If Jim Irwin were developing an office building on Ponce de Leon Avenue 20 years ago, he probably would not have cared so much about how the back of the building looked. He and his architects would not have spent weeks picking the placement of some stairs near where the dumpsters would be placed. And Irwin probably would not have included a grocery store on the bottom floor of the building. He probably would not have even been developing an office building along Ponce because, 20 years ago in Atlanta, who did that?
But 20 years ago the Atlanta BeltLine didn’t exist. And today Irwin, the founder of local development firm New City, is focusing on how the front of 725 Ponce, the 10-story office and retail building he’s constructing in the place of the unfortunately nicknamed Murder Kroger, faces the wildly popular Eastside Trail. Located directly across the BeltLine from Ponce City Market—which Irwin helped develop while working at Jamestown Properties—725 Ponce could be the first ground-up development along the Eastside Trail to truly capitalize on its seemingly endless stream of bicyclists, walkers, and, eventually, transit riders.
“Building next to the BeltLine is like building next to something that has tremendous cultural value for the life of the city,” he says. “It’s like MOMA or the Eiffel Tower. And it’s worth the extra thought and expense to get it right. This is intended for the BeltLine not just to be the back entrance, but, predominantly, the front door.”
Atlanta experienced a collective identity crisis in early 2016 when New City announced it would demolish Murder Kroger to build a type of development that was high in demand and low in supply along the Eastside Trail: a 360,000 square-foot office building. The suburban-style grocery store was a relic of both the city’s and Ponce’s more gritty years—a candlelight vigil was held in its honor prior the building being razed—but was now sitting on extremely valuable dirt thanks to the intown development boom and the BeltLine. New City hopes to create a well-designed job hub that offers more places where people can work along the BeltLine. At the bottom: A new 60,000 square-foot Kroger will feature amenities designed to compete against nearby Whole Foods—and will open up to the BeltLine.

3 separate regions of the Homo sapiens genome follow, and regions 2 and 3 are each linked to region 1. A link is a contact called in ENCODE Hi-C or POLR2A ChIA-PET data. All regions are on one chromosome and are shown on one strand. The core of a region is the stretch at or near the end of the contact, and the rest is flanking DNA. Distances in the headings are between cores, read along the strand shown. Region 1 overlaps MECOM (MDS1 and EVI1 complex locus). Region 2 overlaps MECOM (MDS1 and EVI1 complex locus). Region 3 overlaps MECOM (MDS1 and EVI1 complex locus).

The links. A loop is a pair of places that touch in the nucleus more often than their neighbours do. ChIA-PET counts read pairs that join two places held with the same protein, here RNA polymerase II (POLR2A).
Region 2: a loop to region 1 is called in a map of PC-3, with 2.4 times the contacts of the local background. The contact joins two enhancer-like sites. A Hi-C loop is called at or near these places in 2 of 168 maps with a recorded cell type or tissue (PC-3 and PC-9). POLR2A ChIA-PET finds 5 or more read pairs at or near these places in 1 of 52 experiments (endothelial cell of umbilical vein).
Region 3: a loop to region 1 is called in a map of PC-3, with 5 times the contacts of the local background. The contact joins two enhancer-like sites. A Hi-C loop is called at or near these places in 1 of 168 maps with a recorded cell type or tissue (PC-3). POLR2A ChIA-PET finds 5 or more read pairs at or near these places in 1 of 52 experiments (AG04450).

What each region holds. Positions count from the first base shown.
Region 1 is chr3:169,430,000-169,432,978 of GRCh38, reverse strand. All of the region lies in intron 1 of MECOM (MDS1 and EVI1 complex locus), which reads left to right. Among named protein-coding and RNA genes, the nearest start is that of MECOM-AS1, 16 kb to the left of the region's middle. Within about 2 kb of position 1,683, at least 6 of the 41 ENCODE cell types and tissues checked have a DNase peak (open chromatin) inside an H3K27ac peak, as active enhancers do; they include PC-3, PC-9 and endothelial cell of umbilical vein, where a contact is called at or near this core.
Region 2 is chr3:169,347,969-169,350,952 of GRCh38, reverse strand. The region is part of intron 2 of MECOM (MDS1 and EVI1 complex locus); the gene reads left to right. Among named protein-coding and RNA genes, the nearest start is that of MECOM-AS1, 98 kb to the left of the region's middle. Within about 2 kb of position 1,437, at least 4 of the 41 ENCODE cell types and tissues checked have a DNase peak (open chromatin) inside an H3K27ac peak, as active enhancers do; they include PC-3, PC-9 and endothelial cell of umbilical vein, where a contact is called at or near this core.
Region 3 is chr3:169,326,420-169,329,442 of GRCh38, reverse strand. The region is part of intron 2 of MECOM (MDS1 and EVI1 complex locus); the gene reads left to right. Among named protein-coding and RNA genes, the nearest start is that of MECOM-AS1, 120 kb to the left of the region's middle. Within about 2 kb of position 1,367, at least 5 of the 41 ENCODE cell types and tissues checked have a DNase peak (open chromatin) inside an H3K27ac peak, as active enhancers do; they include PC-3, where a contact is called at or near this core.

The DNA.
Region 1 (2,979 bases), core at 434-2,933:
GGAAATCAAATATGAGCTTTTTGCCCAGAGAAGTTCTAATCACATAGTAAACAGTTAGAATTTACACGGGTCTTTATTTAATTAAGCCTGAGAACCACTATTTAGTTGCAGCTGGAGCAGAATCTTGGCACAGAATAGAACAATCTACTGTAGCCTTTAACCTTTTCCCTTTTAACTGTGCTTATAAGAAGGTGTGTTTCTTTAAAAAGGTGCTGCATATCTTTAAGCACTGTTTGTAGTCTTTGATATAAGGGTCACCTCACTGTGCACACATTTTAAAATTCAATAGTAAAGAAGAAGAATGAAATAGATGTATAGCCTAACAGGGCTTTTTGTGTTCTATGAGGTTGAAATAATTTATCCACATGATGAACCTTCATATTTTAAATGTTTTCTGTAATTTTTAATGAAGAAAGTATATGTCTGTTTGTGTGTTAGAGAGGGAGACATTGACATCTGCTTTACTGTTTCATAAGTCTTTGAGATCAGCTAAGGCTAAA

Properly orienting the building alongside the trail has taken years of thought and tinkering, Irwin says, but allows two opportunities. For one, it’s more conducive to the type of horizontal layouts that allow workers to be concentrated on one floor—Mailchimp’s PCM headquarters showed him workers and employers like such an environment—and it makes the most of the city-changing trail project.
For workers and visitors who use the BeltLine to access the building, the group has spent a considerable amount of time focusing on a set of M.C. Escher-esque stairs that connect the trail to 725 Ponce’s indoor/outdoor lobby on the building’s second floor. The lobby itself will be akin to a hotel’s, Irwin says, a “bustling office space” where people can hang out and work. Foot traffic from an adjoining restaurant will spill into the space, which will also have free wi-fi—and if you’re into it, a snooker table—to encourage interaction. (Office workers who park in the subterranean garage—that’s the giant pit currently being dug along the BeltLine and North Avenue—must first take an elevator to the lobby before heading upstairs. That’s an intentional design choice to help create the vibrant common area and break up the humdrum routine of arriving at and leaving work, Irwin says.) The covered porch area, facing Ponce City Market’s Shed, will include seating where people can eat and share growlers purchased in the grocery store. A tall breezeway connecting the parking area to the Beltline is adjacent to the covered porch.
“When you focus all the energy of people moving in and out of a place, that creates friction and life and becomes a place where people can interface, interact, and literally bump elbows,” he says.
The group is also thinking about the area outside the project. Movies could be projected on an exterior walls. Future BeltLine plans call for redirecting the Eastside Trail over a bridge spanning North Avenue when transit is built along the project. The path will run through a corner of 725 Ponce—a scaled-down version of how New York’s High Line cuts under some buildings—breaking up the canyon-like effect that can be created between two buildings. In addition, New City has spent months turning a former parking area on the bottom floor of the neighboring Ford Factory Lofts into restaurant and retail space, along with creating a breezeway through the building that would allow people easier access to the BeltLine. Irwin says he’s also thinking about how the overall project will evolve as density increases and transportation choices change—a time when, one hopes, 725 Ponce’s parking spaces not located underground could be turned into places for people, not cars.
“I‘m legitimately trying to future-proof our project from that perspective,” he says. “Who knows if it’s five or 20 years. That’s all coming and we’re having serious conversations about it.”